Yourwellness Magazine Explores the Impact of Sport on the Brain

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With the NIH recently reporting that traumatic brain injuries often occur from sporting activities, Yourwellness Magazine took a closer look at recent studies which have found that brain-trauma within adolescents, caused by competitive sports, can lead to a propensity to commit crime in later life.

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According to the National Institutes of Health (NIH), the brain is the command centre of the body, but a swift blow to the head or violent shaking can lead to a mild type of brain injury known as a concussion. The NIH reports that over one million mild traumatic brain injuries occur nationwide each year, more than half of which are experienced by children. These injuries can be caused by falls, car crashes or recreational activities like bike riding, skateboarding, skiing or even playing at the playground.

Dr. Beth Ansel, an expert on rehabilitation research at NIH, commented, “Although concussions are considered to be a mild brain injury, they need to be taken seriously. They should not be treated as minor injuries that quickly resolve.” She added that, with proper care, most people recover fully from a concussion, “but in some cases, a concussion can have a lasting effect on thinking, attention, learning and memory.” (http://newsinhealth.nih.gov/issue/may2013/feature1)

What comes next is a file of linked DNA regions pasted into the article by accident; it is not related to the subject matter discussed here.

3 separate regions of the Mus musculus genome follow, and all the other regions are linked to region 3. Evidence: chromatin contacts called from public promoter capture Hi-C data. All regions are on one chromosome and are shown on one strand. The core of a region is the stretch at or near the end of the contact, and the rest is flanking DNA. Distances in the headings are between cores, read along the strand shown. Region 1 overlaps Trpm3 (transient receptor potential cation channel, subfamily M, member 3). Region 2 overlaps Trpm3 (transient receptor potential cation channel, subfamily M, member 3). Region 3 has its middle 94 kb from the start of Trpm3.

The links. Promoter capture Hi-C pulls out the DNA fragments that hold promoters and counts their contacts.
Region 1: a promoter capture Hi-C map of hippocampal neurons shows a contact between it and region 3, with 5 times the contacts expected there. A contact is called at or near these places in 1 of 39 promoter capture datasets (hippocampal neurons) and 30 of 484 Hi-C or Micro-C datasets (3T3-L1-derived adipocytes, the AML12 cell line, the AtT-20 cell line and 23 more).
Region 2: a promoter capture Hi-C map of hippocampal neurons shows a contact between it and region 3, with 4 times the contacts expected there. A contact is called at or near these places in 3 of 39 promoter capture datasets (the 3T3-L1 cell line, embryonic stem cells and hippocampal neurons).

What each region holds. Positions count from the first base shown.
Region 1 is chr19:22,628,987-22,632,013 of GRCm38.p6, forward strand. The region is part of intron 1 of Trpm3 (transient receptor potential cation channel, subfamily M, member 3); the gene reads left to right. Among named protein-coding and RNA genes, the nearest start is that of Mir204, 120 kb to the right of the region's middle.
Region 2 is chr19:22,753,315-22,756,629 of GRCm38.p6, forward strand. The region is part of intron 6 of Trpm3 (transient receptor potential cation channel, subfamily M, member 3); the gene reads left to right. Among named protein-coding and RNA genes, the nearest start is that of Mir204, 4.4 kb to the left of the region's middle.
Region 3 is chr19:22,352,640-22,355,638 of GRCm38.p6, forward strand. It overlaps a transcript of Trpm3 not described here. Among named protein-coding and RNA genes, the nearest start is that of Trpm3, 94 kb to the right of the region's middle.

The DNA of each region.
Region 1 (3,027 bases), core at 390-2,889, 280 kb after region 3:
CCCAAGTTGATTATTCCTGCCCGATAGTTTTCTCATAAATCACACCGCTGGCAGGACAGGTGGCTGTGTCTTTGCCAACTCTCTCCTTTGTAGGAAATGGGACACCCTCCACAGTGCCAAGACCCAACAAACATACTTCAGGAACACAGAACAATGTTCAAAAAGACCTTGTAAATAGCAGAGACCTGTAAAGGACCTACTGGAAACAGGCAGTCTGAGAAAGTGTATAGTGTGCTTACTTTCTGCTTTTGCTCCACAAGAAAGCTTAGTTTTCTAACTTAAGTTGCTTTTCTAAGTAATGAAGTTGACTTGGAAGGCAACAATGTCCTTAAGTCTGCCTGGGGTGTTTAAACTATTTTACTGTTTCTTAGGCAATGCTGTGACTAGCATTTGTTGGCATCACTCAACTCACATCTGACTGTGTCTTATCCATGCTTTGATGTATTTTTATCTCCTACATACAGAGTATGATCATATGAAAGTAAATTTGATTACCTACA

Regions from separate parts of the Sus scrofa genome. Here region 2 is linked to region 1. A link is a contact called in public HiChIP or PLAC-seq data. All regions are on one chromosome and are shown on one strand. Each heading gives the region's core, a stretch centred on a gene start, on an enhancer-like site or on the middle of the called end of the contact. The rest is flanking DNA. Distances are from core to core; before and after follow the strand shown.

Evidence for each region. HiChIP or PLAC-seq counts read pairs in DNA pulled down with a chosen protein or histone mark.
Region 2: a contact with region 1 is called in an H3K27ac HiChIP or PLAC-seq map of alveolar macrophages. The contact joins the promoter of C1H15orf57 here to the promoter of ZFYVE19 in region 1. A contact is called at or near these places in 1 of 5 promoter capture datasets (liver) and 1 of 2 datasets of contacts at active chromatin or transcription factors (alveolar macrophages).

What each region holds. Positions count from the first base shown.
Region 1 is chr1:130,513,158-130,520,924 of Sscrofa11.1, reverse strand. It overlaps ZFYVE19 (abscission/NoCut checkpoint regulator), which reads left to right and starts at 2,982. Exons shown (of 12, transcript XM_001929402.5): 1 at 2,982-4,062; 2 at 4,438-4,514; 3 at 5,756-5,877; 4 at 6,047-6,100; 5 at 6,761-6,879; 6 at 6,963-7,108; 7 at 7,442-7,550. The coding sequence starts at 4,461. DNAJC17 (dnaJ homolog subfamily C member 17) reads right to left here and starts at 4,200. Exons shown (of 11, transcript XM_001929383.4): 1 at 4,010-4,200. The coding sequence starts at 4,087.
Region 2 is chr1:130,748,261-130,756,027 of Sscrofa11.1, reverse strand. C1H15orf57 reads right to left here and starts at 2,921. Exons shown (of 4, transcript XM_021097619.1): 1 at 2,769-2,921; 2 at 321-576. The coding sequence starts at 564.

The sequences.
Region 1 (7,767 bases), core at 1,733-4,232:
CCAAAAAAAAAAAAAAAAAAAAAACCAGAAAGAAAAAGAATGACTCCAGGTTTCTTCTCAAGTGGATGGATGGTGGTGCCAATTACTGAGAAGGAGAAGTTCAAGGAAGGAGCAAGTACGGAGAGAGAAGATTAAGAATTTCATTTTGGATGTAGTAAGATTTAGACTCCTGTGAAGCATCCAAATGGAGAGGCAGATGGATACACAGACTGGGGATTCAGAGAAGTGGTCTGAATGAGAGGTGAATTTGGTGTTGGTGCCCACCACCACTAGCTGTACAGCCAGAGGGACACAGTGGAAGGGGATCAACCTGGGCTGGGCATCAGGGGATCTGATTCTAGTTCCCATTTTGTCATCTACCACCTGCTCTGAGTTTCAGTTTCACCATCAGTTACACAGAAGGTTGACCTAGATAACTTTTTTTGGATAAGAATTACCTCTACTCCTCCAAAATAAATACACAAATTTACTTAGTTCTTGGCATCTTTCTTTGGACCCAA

With this in mind, Yourwellness Magazine took a closer look at new studies and reports, which have found that brain-trauma within adolescents can lead to a propensity to commit crime in later life. Yourwellness Magazine noted that, as a result of these findings, some authorities have been led to offer greater guidance and advice on how today’s youth should avoid and treat head-injuries when taking part in very physical competitive and contact sports.

According to Yourwellness Magazine, “In America recently, a retired doctor highlighted the dangers of sports such as American-style football, in which the head is often used as a battering ram to knock down and disorientate opponents. The doctor estimated that a within one season, a football-player will experience over 900 hits and blows to the head of this nature – leading to at-least 25% of players suffering from concussion at some stage in the season. Alarmingly, many will deny their injuries, as they don’t want to be excluded from their team.” (http://www.yourwellness.com/2013/02/the-risks-of-suffering-head-injury-in-sports/)

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